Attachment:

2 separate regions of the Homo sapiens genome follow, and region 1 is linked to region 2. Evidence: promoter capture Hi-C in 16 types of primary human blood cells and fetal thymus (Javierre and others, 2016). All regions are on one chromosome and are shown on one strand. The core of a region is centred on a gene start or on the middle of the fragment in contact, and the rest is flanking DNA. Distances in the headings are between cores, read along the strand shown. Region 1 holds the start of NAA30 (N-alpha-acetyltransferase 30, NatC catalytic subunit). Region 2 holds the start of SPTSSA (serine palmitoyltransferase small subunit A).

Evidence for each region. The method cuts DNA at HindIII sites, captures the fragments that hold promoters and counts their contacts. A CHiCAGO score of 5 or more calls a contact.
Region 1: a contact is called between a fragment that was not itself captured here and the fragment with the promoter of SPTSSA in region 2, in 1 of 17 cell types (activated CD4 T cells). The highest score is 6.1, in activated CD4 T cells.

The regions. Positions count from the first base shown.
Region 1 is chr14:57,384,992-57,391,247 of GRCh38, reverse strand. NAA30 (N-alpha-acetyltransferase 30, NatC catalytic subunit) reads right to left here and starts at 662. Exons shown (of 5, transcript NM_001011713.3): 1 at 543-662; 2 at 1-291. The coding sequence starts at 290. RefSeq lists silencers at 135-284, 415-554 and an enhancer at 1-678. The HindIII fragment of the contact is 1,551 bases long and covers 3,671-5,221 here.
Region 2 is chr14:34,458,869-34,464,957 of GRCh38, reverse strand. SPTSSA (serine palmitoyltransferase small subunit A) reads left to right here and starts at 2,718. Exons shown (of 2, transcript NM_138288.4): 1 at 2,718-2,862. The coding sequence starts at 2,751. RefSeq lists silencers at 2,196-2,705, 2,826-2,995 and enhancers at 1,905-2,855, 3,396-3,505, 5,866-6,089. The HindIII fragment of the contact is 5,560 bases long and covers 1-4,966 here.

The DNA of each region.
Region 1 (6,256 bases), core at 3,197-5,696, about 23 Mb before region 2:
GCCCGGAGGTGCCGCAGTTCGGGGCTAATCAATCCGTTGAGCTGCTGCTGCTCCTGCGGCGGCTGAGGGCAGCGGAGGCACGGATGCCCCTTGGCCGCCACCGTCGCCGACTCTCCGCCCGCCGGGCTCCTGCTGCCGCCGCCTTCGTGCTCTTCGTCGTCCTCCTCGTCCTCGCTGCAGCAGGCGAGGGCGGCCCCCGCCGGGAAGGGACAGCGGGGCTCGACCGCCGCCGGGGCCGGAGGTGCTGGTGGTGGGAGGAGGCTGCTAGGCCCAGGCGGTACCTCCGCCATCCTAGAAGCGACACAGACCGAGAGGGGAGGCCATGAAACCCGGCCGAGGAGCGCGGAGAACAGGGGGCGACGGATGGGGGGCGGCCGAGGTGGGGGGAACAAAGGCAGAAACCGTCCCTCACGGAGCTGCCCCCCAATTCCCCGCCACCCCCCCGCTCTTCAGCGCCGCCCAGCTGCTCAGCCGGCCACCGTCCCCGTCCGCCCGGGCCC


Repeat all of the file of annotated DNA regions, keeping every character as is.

2 separate regions of the Homo sapiens genome follow, and region 1 is linked to region 2. Evidence: promoter capture Hi-C in 16 types of primary human blood cells and fetal thymus (Javierre and others, 2016). All regions are on one chromosome and are shown on one strand. The core of a region is centred on a gene start or on the middle of the fragment in contact, and the rest is flanking DNA. Distances in the headings are between cores, read along the strand shown. Region 1 holds the start of NAA30 (N-alpha-acetyltransferase 30, NatC catalytic subunit). Region 2 holds the start of SPTSSA (serine palmitoyltransferase small subunit A).

Evidence for each region. The method cuts DNA at HindIII sites, captures the fragments that hold promoters and counts their contacts. A CHiCAGO score of 5 or more calls a contact.
Region 1: a contact is called between a fragment that was not itself captured here and the fragment with the promoter of SPTSSA in region 2, in 1 of 17 cell types (activated CD4 T cells). The highest score is 6.1, in activated CD4 T cells.

The regions. Positions count from the first base shown.
Region 1 is chr14:57,384,992-57,391,247 of GRCh38, reverse strand. NAA30 (N-alpha-acetyltransferase 30, NatC catalytic subunit) reads right to left here and starts at 662. Exons shown (of 5, transcript NM_001011713.3): 1 at 543-662; 2 at 1-291. The coding sequence starts at 290. RefSeq lists silencers at 135-284, 415-554 and an enhancer at 1-678. The HindIII fragment of the contact is 1,551 bases long and covers 3,671-5,221 here.
Region 2 is chr14:34,458,869-34,464,957 of GRCh38, reverse strand. SPTSSA (serine palmitoyltransferase small subunit A) reads left to right here and starts at 2,718. Exons shown (of 2, transcript NM_138288.4): 1 at 2,718-2,862. The coding sequence starts at 2,751. RefSeq lists silencers at 2,196-2,705, 2,826-2,995 and enhancers at 1,905-2,855, 3,396-3,505, 5,866-6,089. The HindIII fragment of the contact is 5,560 bases long and covers 1-4,966 here.

The DNA of each region.
Region 1 (6,256 bases), core at 3,197-5,696, about 23 Mb before region 2:
GCCCGGAGGTGCCGCAGTTCGGGGCTAATCAATCCGTTGAGCTGCTGCTGCTCCTGCGGCGGCTGAGGGCAGCGGAGGCACGGATGCCCCTTGGCCGCCACCGTCGCCGACTCTCCGCCCGCCGGGCTCCTGCTGCCGCCGCCTTCGTGCTCTTCGTCGTCCTCCTCGTCCTCGCTGCAGCAGGCGAGGGCGGCCCCCGCCGGGAAGGGACAGCGGGGCTCGACCGCCGCCGGGGCCGGAGGTGCTGGTGGTGGGAGGAGGCTGCTAGGCCCAGGCGGTACCTCCGCCATCCTAGAAGCGACACAGACCGAGAGGGGAGGCCATGAAACCCGGCCGAGGAGCGCGGAGAACAGGGGGCGACGGATGGGGGGCGGCCGAGGTGGGGGGAACAAAGGCAGAAACCGTCCCTCACGGAGCTGCCCCCCAATTCCCCGCCACCCCCCCGCTCTTCAGCGCCGCCCAGCTGCTCAGCCGGCCACCGTCCCCGTCCGCCCGGGCCC